I feel blessed that I don’t personally know anyone affected by the 9/11 attacks. This past Sunday was a difficult day for many people. It being a day of service as well as a day of remembrance, I wanted to get out and do something.
I heard about an art project being sponsored by Boston Cares, which would be overseen by Sidewalk Sam and his wife, Tina. I’ve always wondered who Sidewalk Sam was. I have seen his chalk drawings on Boston sidewalks for years. So I showed up at City Hall Plaza on 9/10 to find a 20′ x 30′ canvas on the ground, and volunteers and families of 9/11 victims painting away. Tina was directing people and dishing out paint, and Sam was greeting everyone and being a DOLL. We painted the Massachusetts 9/11 Fund symbol on the canvas: doves coming out of the American flag.
This is the group just starting to paint. By the time I left two hours later, it was almost all done. I wish I had a photo of the completed mural! It was supposed to be hanging up on City Hall for a week, but I didn’t see it there today.
Here’s a video clip from a local TV station…at one point you can see me painting at high speed in the background. I was happy to support 9/11 victims’ families in this small way.
I visited Boston College’s art museum today. The current exhibit at the McMullen Museum of Art is Dura-Europos: Crossroads of Antiquity. Dura-Europos was an ancient city in modern-day Syria. It was settled by Macedonians before Christ, then seized by a few different groups, the last time being in 256 CE. It was totally “sacked” and lay untouched until British troops stumbled upon it in the 1920s. Then the archeaological games began.
It was pretty incredible to look at artifacts that are more than fifteen hundred years old. Jewelry, ceiling tiles, altars, shields and helmets. Beautiful limestone carvings.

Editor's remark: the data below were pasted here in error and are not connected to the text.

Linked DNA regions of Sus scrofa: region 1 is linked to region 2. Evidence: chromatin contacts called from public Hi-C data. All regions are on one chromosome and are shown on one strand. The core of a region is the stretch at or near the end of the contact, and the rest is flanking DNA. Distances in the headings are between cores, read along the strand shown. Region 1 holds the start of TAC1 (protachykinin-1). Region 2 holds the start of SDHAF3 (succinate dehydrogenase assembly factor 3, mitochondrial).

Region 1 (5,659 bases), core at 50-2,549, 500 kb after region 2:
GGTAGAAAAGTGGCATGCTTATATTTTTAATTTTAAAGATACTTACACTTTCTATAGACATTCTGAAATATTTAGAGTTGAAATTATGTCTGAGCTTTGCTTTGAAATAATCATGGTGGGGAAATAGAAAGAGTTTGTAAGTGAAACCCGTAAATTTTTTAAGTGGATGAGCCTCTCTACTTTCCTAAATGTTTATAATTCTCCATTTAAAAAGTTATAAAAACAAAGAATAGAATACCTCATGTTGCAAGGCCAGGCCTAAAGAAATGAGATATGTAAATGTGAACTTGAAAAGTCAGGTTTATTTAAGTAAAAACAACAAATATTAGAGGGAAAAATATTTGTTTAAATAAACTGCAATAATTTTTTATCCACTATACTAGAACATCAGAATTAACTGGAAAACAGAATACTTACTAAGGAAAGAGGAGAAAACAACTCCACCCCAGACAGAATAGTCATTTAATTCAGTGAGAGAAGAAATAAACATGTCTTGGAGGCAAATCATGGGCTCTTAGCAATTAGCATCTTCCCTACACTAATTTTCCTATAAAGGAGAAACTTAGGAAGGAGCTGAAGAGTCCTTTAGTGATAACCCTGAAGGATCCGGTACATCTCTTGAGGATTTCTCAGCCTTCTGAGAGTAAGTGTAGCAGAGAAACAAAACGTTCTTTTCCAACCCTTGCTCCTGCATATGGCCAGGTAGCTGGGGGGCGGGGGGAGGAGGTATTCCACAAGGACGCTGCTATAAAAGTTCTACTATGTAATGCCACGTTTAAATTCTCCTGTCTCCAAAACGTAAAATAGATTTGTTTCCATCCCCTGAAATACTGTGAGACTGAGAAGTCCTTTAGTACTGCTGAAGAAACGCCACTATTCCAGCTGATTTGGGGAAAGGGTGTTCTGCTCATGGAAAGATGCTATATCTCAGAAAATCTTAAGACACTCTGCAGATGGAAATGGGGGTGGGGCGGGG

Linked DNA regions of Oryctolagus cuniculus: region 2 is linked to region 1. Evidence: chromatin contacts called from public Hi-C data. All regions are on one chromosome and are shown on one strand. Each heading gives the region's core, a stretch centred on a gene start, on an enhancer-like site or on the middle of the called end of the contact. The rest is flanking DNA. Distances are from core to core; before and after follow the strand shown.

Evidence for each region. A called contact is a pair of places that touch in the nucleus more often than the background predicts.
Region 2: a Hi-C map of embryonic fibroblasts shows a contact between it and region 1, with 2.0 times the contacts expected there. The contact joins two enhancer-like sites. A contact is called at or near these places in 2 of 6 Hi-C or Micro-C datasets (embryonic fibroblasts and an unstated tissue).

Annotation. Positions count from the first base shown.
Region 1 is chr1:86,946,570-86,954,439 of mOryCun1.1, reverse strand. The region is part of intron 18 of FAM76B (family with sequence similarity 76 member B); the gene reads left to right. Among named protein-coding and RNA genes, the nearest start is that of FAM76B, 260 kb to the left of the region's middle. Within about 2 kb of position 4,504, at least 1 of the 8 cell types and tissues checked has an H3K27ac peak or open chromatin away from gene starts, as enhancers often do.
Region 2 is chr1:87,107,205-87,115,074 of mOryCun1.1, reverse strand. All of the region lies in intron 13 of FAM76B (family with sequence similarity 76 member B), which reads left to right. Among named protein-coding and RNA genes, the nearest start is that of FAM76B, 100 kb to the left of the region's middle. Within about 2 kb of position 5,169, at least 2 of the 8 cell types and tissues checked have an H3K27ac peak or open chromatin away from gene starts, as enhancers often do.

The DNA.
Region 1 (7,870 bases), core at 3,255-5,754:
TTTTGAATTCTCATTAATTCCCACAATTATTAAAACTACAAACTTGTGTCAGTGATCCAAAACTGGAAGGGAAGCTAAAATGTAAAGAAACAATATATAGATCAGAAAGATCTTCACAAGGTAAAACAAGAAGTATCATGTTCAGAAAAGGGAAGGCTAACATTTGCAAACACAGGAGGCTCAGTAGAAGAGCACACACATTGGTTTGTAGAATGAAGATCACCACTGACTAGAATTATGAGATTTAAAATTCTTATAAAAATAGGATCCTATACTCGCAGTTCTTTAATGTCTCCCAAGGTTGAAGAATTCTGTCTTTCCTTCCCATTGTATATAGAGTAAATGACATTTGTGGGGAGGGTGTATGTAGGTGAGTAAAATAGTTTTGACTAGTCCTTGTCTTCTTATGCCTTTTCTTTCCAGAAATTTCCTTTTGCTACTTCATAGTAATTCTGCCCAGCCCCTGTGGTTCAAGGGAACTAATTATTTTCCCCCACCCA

The exhibit included photos of the initial digs in the ’20s and ’30s. The idea of an archaeology dig makes me swoon. There’s something so romantic about it. Maybe I should have been an archaeologist. I have a sudden urge to watch The Royal Tenenbaums; Anjelica Huston’s character is an archaeologist, if I recall correctly…
Mary and I took a glassblowing class yesterday at Diablo Glass School. I wasn’t sure what to expect. I was half expecting to work with little blow torches. I was most definitely not expecting to stick a metal rod into a 2100-degree furnace full of molten glass. And then sit on a bench and form the red hot glass using tools with my right hand. (I’m 105% left handed.)
WTF!!! As the head instructor explained the process, Mary and I murmured back and forth, What did we get ourselves into/I’m scared/That furnace is really hot/How are we going to do anything with our right hand (She is also left handed).
Luckily, there were multiple instructors and we all got one-on-one attention. Otherwise I would not have made it out of there without third-degree burns. We made paperweights; I didn’t even care what mine looked like. I just wanted to make it through the process unscathed!
After checking out the Chihuly exhibit at the MFA a couple of weeks ago, I ordered a video called Chihuly in the Hotshop on Netflix. It arrived a couple of days ago, so I watched it last night. Now I can TRULY appreciate what these glassblowers do. The video was taken in 2006, when Chihuly did a weeklong residency at the Museum of Glass in Tacoma. He invited a bunch of gaffers (glassblowers) and artists he had worked with throughout his career to come and make pieces from the different series that they used to work on with him (Persians, Baskets, Ikebana, etc.). It is simply amazing to watch!
I don’t know if I will keep up with the glassblowing. But I may try my hand at those little blow torches.